Come with Cherry Hill High School East’s young thespians into a world of pure imagination for four performances of “Charlie and the Chocolate Factory,” the stage play based on the Roald Dahl children’s book that was adapted for a 1971 film starring Gene Wilder as Willy Wonka.
Imagination begins during rehearsal, when actors move beyond line recitations and scene blocking and begin to piece together their characters, something co-directors Pete Gambino and Sandi Makofsky drilled home when the Sun visited rehearsal on Nov. 9.
Helped along by a purple pneumatic suit, freshman Kate Bove tackles the role of Violet Beauregarde, whose impulsiveness results in comedic circumstances. Needing to act out the role of a girl who swells up to the size of a blueberry and needs to be rolled offstage, Bove admitted it would have been hard to sell with only a suspension of disbelief.
“It was weird at first, but I kind of got used to it after being in it for the whole time,” she noted of the suit she wears in the show. “It just brought the character to life more, to have that piece added on. It would have been really weird to do it without the suit.”
Theater is often cited as an escape from the real world, something the young men and women involved with the East production readily acknowledge. But rehearsing and performing a well-known work like “Charlie,” despite its lighthearted spirit, requires a lot of work on body language, voice inflection and movement that can be daunting at times to integrate.
Senior Ava Klinger found inspiration in remembering who will be in the audience when the work is done.
“The other day we had a guest speaker who said that kids are the best audience you could have. Kids want to be entertained,” said Klinger, who plays Mrs. Teevee. “You get to be in a show where kids want to believe, where they’re not going to question things, they’re not nitpicking or going to judge.”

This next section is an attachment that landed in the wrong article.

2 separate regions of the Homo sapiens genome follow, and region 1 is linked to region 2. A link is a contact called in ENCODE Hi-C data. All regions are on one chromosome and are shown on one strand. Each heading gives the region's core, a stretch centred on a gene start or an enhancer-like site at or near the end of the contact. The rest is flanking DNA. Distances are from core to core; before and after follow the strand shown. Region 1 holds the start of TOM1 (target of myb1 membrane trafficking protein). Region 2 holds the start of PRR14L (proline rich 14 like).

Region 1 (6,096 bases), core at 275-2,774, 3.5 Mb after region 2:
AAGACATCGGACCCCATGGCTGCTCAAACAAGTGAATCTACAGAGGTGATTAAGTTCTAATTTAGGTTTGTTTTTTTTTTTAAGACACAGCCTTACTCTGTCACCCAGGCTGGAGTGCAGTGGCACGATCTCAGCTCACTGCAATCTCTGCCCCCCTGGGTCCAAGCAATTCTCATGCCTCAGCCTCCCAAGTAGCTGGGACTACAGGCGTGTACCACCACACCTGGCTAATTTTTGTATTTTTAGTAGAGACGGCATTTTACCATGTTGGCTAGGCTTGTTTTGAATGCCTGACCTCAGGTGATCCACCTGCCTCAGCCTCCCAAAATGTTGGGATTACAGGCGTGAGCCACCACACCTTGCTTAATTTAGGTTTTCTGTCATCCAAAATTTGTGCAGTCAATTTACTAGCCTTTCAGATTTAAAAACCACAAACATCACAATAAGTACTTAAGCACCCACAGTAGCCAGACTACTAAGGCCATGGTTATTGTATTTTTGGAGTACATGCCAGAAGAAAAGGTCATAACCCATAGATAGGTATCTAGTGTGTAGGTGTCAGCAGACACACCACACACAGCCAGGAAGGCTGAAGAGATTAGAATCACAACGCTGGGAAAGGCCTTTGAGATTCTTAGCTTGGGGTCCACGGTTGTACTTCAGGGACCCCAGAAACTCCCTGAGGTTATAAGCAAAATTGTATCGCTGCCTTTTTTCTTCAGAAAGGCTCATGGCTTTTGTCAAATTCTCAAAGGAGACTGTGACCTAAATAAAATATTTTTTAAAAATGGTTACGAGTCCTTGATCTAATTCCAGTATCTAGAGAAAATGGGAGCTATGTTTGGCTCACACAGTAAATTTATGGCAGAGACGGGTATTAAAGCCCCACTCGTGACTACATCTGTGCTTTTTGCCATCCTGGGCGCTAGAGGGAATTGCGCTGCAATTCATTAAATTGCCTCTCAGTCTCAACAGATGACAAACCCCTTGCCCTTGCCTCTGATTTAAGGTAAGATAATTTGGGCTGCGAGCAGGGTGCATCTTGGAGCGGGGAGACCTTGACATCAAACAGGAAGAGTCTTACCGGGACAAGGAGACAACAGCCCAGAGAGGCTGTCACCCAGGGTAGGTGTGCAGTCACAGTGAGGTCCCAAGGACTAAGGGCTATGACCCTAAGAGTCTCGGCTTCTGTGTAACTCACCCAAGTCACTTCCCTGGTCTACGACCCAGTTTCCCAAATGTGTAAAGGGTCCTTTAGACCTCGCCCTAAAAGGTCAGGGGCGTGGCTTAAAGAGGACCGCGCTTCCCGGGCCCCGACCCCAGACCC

Here’s the rub: The cast is not only rehearsing in close quarters wearing masks, but will perform in them as well, a unique technical and personal challenge.
Junior Miranda Rosenbaum, who plays Veruca Salt, stressed the importance of learning how to physically embody a character so the audience understands its motivations and behavior.
“If you’re able to portray the purpose of what the character is feeling, and their reasoning for acting the way they do, it doesn’t matter if you’re wearing a mask or not,” she revealed. “Through your voice and body language, you’ll express these emotions and the purpose.”
Rachel Hornstein added that while a mask is a clear barrier, it might end up helping her craft the portrayal of Mrs. Salt, since all voice and movement for the characters need to be overdramatic and exaggerated to communicate the comedy in each scene.
Senior Charlie Bove carries much of the action as the titular Charlie who visits Wonka’s factory. His biggest challenge came in realizing how to interpret the role and adapt his acting style to the confined space of the theater, as opposed to what he knows of the character from the iconic movie version.
“When we’re acting, all of our movements have to be bigger, all of our voices have to be bigger to capture the attention of the children in the audience,” he explained. “There has to be a lot more character acting instead of dramatic acting.
“In a typical play, you’re not bouncing around and being loud and doing all this stuff. Here, that’s OK because it’s what the characters do anyway,” he added.
Show dates and times are as follows: Dec. 10, 7:30 p.m.; Dec. 11, 2 p.m. (with character meet and greet after the show); Dec. 11, 7:30 p.m.; and Dec. 12, 2 p.m. (with another meet and greet after the show).
All performances will take place at Cherry Hill High School East Auditorium.
Tickets can be purchased for $12 beginning Nov. 20 at www.showtix4u.com.